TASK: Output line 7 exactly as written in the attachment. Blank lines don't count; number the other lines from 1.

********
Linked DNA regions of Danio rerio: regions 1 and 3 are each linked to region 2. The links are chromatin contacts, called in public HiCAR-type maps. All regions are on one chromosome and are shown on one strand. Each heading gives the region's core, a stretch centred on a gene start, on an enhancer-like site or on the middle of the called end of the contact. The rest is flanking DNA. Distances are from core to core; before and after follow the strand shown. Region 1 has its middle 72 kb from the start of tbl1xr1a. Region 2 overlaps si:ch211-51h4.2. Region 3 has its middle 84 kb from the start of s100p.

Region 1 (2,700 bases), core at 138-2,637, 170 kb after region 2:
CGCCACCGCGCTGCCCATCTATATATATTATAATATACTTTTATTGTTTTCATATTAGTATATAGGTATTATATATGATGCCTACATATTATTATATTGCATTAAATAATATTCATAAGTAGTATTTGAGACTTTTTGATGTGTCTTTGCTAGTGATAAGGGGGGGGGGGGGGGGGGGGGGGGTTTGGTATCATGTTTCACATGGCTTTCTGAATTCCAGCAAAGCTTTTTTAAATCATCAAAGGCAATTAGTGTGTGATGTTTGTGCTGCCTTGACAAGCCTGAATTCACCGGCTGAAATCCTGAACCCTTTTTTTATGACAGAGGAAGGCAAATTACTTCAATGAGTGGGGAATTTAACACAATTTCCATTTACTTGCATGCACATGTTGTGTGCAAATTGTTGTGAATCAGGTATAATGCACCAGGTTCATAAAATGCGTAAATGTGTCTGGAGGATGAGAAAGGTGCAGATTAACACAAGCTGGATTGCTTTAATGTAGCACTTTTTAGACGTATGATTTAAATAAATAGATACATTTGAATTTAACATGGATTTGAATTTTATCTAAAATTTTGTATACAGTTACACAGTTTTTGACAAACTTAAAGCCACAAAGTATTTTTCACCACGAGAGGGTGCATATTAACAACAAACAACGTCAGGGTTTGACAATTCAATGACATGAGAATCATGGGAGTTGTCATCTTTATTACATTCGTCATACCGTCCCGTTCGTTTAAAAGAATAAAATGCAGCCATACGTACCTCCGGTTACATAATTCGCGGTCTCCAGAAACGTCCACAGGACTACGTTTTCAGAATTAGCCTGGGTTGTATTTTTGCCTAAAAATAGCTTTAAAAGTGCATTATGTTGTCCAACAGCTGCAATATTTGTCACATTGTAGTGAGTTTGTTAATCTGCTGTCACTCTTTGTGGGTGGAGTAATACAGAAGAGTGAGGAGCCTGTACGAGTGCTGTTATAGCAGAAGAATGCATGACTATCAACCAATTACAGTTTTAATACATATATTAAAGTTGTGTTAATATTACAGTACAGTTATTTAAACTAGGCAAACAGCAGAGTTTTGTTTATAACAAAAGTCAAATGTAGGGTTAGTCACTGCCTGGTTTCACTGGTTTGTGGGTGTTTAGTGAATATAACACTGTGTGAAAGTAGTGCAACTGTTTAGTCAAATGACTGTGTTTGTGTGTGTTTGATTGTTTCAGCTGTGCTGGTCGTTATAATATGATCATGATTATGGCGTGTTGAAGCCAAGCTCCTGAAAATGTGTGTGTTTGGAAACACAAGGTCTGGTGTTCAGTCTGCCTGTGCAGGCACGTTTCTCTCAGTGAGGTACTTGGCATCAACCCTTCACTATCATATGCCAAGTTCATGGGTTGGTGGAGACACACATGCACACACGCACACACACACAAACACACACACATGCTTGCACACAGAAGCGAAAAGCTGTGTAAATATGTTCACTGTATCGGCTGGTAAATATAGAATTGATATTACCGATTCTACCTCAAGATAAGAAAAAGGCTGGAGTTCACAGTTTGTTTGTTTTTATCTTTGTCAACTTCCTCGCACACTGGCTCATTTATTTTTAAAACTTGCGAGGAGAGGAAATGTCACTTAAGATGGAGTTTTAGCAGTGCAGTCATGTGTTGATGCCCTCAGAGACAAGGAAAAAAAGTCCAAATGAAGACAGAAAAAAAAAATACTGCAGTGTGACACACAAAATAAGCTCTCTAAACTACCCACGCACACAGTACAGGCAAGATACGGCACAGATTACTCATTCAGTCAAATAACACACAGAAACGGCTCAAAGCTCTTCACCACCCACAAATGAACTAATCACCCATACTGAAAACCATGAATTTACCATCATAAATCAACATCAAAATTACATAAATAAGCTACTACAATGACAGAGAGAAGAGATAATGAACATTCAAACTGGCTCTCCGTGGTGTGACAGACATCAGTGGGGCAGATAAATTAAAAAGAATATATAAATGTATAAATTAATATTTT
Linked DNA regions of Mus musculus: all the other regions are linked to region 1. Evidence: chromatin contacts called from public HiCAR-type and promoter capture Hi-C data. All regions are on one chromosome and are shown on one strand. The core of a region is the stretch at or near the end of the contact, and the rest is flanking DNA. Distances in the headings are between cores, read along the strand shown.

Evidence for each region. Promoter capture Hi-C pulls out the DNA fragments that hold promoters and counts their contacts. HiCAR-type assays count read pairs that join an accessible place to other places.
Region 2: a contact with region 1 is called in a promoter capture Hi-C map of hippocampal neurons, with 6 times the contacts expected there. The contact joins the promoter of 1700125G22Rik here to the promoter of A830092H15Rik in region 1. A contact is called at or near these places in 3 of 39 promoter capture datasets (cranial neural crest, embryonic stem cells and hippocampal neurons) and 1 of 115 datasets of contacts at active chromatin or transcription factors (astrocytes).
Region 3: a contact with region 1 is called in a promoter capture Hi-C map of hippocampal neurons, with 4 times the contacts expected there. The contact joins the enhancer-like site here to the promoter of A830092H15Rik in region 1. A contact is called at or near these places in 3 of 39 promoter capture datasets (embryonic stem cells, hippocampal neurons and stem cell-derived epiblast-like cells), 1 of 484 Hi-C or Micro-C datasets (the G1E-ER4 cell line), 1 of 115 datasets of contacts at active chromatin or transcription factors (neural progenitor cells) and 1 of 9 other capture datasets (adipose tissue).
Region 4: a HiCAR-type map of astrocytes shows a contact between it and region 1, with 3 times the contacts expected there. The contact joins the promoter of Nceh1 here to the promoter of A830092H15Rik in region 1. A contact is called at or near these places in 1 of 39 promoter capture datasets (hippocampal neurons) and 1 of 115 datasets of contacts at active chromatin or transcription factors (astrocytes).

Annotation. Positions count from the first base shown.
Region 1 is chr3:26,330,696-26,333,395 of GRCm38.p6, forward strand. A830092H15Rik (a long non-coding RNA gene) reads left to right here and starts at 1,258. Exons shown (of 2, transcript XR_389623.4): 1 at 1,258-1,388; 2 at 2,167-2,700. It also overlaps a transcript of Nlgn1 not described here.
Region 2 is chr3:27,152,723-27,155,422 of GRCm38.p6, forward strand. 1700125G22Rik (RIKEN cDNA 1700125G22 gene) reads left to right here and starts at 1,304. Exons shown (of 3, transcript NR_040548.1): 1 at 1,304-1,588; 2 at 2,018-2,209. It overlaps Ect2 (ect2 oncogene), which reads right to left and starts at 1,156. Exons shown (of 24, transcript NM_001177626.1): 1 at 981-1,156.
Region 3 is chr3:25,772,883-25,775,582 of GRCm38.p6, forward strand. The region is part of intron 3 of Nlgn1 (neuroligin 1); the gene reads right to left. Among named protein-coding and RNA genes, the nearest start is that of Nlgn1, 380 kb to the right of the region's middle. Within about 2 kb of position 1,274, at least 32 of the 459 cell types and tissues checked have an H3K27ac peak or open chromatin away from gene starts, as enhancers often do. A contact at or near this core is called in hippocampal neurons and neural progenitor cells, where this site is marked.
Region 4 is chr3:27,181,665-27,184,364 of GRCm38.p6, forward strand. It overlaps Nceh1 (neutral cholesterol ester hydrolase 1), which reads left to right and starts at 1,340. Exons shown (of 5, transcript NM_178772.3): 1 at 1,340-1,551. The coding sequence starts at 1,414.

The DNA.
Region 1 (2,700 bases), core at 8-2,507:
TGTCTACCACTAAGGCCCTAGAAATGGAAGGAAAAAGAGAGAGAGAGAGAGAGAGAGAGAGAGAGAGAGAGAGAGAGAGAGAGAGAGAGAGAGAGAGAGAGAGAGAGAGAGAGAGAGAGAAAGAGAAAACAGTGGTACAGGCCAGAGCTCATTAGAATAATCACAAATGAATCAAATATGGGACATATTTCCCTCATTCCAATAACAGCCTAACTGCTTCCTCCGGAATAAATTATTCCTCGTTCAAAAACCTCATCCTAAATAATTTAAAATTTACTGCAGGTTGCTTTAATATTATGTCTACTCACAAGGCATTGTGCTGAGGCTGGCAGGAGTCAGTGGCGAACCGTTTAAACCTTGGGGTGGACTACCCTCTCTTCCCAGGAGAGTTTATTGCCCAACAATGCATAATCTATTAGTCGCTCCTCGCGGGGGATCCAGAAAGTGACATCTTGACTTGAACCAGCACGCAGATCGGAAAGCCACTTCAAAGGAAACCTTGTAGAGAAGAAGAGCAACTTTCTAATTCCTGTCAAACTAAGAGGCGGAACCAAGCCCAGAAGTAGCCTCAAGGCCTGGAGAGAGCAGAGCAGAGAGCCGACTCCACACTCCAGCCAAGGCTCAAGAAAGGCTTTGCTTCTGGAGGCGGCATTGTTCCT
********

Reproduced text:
Region 3: a contact with region 1 is called in a promoter capture Hi-C map of hippocampal neurons, with 4 times the contacts expected there. The contact joins the enhancer-like site here to the promoter of A830092H15Rik in region 1. A contact is called at or near these places in 3 of 39 promoter capture datasets (embryonic stem cells, hippocampal neurons and stem cell-derived epiblast-like cells), 1 of 484 Hi-C or Micro-C datasets (the G1E-ER4 cell line), 1 of 115 datasets of contacts at active chromatin or transcription factors (neural progenitor cells) and 1 of 9 other capture datasets (adipose tissue).